Liquid Coatings Q&A: Causes of Overcurrent Faults

Why do I get “overcurrent” faults when I spray my metallic coating materials?


Facebook Share Icon LinkedIn Share Icon Twitter Share Icon Share by EMail icon Print Icon

Q. Why do I get “overcurrent” faults when I spray my metallic coating materials? I do not have this issue with solid color paints.

A. Electrostatic equipment is compatible with a range of coating materials including metallic. Many manufacturing facilities, including automotive OEMs and its tier suppliers, successfully apply metallic coating materials to car bodies, bumpers, mirror housings, door handles, wheels and a variety of other trim components.

Power supplies used to energize electrostatic equipment can have a variety of safety features. Overcurrent protection is a feature that most power supplies have. The overcurrent set point may be fixed or user-adjustable. When adjustable, the equipment manufacturer will typically advise the user to document the current reading under normal operating conditions and then set the threshold 30 to 50 micro amps above this. If the current level reaches this threshold, the power supply will shut down with an overcurrent fault.

When using electrostatic application equipment, the resistivity of the coating material should be tested to ensure that it is within an acceptable range for the specific manufacturer’s equipment. Generally, for manual applications, the recommended range for resistance is between 0.1–∞ megaohms. For automatic application equipment, resistance in the range of 0.05 megaohms is acceptable. The material should not be so conductive (low resistance) that the voltage applied at the applicator follows the fluid column to the grounded fluid supply. If this happens, the system current will increase and the power supply will shut down, most commonly with an overcurrent fault.

You state that the problem primarily occurs when spraying metallic coatings, so most likely the resistance of the paint is within an acceptable range. The metal/metallic flakes in the coating material is the most probable cause of the fault. In some situations, the electrostatic charge applied at the applicator can influence the flakes in the coating material to “align” in the fluid path. Depending on a number of variables, including fluid flow rate, length and diameter of the fluid line and voltage level, this alignment can occur quickly or take some time before it causes a fault condition. To verify if your issue is related to this, monitor the current meter on your power supply when spraying the metallic coating material. If the current meter gradually increases to the overload set point, then this is an indication that alignment is occurring.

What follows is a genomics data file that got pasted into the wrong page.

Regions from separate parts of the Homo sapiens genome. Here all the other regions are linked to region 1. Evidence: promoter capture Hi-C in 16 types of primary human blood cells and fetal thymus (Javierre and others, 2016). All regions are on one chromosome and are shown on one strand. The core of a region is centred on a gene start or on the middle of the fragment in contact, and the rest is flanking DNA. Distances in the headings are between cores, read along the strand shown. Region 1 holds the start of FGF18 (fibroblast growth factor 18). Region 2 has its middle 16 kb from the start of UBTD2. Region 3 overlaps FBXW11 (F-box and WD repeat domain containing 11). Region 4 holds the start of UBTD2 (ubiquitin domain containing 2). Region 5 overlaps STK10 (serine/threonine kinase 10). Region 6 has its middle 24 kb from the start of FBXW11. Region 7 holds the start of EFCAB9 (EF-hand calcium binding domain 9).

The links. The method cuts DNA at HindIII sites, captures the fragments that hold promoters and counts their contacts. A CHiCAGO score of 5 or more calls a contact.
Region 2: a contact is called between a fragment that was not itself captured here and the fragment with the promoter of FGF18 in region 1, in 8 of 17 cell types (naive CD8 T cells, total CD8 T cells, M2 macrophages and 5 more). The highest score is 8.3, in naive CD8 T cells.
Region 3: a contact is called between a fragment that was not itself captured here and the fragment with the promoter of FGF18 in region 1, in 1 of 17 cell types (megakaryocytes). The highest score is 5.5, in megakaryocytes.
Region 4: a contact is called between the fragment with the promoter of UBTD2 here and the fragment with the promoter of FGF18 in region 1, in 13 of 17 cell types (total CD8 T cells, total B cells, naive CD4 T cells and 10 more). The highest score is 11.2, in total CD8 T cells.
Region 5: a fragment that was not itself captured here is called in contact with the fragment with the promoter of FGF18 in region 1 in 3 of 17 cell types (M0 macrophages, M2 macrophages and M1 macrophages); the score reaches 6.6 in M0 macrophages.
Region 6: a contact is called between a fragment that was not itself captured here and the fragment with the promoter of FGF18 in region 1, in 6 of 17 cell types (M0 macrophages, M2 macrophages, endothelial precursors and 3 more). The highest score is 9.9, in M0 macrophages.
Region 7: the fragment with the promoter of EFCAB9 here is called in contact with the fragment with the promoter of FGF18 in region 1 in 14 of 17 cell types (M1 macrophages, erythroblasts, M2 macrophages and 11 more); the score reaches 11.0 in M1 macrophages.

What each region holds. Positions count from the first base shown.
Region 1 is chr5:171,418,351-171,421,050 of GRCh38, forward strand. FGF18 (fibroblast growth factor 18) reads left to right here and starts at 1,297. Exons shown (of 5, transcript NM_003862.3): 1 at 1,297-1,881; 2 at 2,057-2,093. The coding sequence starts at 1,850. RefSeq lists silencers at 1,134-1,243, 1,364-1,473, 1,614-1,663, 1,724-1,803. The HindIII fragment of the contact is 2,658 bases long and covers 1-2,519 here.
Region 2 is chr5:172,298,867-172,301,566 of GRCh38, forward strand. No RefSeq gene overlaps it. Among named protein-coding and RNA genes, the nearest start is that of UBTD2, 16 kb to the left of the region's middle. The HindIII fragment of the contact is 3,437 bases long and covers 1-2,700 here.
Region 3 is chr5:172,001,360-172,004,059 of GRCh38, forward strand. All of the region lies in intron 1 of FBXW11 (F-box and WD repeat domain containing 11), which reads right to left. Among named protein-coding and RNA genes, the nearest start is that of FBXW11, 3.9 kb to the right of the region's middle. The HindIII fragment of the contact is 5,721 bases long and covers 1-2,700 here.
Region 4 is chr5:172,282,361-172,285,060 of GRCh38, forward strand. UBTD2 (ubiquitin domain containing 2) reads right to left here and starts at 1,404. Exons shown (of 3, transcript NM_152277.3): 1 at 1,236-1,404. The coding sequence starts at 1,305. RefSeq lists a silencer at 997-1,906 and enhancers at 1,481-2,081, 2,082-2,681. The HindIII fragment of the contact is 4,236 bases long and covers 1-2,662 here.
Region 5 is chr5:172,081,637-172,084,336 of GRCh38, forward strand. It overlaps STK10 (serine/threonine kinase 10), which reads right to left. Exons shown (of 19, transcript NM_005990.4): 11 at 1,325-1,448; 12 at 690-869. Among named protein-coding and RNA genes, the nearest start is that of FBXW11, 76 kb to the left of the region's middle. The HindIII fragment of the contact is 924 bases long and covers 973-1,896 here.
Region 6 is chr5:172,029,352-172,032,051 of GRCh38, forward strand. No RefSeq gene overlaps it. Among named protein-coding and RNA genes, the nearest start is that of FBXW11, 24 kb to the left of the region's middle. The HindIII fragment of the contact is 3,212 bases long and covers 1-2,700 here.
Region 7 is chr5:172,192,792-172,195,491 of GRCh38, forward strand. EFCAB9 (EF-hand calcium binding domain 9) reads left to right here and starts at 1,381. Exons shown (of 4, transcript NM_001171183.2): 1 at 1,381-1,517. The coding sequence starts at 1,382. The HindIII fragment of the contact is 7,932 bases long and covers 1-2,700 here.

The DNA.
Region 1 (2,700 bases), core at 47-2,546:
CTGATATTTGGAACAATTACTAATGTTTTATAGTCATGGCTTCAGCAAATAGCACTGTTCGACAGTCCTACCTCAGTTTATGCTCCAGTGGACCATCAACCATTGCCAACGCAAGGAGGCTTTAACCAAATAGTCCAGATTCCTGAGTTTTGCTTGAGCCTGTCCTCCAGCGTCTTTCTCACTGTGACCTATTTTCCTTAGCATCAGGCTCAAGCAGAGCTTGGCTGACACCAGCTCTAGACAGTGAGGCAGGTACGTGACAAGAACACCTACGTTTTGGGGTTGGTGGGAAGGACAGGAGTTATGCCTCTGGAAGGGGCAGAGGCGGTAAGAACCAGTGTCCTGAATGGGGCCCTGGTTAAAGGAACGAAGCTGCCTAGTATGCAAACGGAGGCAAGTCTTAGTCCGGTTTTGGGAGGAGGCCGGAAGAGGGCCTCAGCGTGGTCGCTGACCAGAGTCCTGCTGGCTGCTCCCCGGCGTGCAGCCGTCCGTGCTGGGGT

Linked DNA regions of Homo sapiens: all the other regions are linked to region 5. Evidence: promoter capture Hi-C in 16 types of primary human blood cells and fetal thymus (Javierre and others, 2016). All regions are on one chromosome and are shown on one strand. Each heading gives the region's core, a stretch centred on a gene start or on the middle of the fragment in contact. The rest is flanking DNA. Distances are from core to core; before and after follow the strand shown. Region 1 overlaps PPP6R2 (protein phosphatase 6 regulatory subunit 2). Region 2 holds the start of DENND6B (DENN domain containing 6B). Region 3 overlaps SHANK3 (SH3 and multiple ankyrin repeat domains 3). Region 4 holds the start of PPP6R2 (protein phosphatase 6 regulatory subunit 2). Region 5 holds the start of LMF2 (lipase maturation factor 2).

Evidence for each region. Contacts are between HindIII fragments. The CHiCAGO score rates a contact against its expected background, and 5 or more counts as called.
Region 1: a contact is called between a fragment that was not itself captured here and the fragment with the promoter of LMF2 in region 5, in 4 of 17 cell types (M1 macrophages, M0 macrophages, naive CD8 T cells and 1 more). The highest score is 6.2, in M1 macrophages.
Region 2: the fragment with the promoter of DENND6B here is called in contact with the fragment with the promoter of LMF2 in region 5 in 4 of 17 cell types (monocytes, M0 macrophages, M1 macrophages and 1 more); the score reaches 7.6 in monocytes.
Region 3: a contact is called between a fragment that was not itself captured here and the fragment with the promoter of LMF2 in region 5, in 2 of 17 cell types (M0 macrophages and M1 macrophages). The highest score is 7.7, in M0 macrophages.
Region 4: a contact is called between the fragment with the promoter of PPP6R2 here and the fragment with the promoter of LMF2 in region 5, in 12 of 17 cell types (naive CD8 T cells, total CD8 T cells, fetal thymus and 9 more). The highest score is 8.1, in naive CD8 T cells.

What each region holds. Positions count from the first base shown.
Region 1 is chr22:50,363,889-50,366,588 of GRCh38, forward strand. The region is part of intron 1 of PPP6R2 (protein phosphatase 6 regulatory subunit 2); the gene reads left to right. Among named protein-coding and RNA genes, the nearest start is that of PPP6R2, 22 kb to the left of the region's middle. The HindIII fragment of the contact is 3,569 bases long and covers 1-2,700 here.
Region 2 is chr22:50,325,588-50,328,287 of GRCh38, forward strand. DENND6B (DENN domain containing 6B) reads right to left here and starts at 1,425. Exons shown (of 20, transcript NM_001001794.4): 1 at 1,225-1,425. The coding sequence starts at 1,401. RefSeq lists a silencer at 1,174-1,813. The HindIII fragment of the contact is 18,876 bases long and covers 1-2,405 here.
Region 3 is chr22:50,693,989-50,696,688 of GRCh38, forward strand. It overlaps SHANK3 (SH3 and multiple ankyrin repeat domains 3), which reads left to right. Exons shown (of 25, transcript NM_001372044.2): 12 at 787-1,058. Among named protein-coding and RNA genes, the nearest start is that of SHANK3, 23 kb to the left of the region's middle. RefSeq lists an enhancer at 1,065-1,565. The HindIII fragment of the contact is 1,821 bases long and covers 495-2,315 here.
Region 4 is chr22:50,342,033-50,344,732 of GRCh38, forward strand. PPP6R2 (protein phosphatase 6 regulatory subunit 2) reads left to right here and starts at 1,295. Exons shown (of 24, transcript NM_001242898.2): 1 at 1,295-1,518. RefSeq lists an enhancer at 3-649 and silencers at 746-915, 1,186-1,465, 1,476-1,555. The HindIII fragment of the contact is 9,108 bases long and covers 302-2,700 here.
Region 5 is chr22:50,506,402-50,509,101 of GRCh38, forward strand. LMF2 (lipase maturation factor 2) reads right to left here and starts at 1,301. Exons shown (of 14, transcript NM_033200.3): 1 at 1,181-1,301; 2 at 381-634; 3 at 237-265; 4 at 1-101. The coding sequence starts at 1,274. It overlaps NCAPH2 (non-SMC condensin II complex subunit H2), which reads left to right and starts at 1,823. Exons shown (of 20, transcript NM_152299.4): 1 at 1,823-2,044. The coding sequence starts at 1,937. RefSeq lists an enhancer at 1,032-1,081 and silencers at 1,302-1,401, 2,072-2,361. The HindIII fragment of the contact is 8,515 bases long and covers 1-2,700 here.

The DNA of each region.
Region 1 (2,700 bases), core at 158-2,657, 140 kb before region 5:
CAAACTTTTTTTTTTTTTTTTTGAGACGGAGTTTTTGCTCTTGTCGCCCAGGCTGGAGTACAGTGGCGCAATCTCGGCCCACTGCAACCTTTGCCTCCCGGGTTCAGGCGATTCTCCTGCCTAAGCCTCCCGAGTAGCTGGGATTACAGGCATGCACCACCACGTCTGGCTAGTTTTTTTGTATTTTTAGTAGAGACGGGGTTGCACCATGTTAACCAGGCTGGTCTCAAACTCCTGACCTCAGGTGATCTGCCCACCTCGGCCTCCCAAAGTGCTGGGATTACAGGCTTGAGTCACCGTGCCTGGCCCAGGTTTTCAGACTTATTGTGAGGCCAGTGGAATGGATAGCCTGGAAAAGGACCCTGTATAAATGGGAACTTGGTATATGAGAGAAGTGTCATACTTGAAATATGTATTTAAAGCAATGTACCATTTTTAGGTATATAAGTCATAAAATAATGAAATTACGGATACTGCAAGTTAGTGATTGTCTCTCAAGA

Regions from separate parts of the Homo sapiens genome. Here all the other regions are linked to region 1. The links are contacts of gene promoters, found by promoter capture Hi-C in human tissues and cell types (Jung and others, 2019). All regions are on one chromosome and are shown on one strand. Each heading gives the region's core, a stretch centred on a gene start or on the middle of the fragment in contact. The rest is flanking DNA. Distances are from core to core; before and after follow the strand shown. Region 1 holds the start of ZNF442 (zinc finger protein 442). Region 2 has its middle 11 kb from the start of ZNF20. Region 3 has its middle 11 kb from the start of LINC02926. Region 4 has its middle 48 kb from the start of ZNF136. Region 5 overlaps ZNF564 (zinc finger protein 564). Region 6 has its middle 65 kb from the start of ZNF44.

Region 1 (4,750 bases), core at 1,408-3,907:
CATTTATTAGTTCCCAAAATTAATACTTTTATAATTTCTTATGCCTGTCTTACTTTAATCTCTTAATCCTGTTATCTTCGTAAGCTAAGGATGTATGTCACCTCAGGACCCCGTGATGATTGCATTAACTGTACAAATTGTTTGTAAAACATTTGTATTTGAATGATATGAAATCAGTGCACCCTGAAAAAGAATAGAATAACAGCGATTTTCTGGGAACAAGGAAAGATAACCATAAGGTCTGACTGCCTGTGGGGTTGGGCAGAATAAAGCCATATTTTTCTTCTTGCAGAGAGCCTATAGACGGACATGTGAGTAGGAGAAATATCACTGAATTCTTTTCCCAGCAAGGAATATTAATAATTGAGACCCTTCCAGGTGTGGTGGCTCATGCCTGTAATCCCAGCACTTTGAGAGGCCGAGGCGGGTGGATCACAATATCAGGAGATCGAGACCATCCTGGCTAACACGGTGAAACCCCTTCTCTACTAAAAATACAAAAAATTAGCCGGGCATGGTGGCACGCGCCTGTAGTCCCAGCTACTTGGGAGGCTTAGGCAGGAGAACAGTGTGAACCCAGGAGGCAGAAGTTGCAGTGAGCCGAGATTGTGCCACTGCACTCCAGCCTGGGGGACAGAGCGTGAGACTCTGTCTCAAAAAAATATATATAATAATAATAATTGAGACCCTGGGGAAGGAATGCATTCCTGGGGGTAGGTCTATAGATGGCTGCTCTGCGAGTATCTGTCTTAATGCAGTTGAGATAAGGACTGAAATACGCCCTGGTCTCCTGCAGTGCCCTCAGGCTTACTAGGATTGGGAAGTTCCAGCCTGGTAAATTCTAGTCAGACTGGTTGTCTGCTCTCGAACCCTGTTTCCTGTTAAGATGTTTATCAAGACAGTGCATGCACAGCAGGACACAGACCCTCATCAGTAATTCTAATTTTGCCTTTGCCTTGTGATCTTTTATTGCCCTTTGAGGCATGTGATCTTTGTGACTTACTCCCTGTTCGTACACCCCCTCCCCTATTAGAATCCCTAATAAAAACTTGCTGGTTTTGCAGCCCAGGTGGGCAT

The following countermeasures can be used individually or in combination to overcome metallic alignment issues:

  • Increase the length of the fluid line between the spray head and the location at which it is grounded. For electrostatic hand-held applicators, a standard fluid line is about 5 to 7 inches in length between the spray head and the grounded fluid handle. Most manufacturers offer a variety of coiled fluid lines, which are significantly longer, but coiled to fit within the same area. This increases the distance between where voltage is applied and ground, reducing the chances of alignment. Coiled fluid lines are also available for automatic application equipment.
  • Decrease the inside diameter of the fluid line. A smaller ID fluid line will reduce the surface area within the fluid line and increase the fluid velocity as it moves through the tube. This technique can help in preventing metallic
    flake alignment.
  • Decrease the voltage level. While the system is operating, slowly reduce the voltage set point in 5-kV increments while monitoring the current meter. If the current takes a significant drop relative to the voltage, then it is most likely an optimal area to operate. If the voltage and the current both track together (gradually decreasing), this may not offer any benefit.
  • Some people think that reducing the voltage set point defeats the benefits of using electrostatics. With most electrostatic systems, if you have a high voltage level set-point and a high current reading, then your applicator tip voltage is actually low. Aim for a low current reading, which means the tip voltage is higher. For specific information relative to the equipment you are using, ask the manufacturer for a high voltage load curve.
  • Sequencing of the high voltage “on” signal. This is typically only an option for advanced automated systems that have features within the power supply or external PLC that enable the high-voltage activation signal to delay relative to the spray signal. The material then moves through the fluid line before voltage is activated.


Safety note: Care should be taken when routing fluid lines. The fluid line should be protected from ground, except at the designed attachment point. If the fluid line along its length comes in contact with ground, there is a chance that an arc can occur, creating a “pinhole” in the fluid line. It’s best to keep the fluid line away from ground, and in some cases, an oversized tube can be placed over it for additional protection.


Originally published in the April 2016 issue.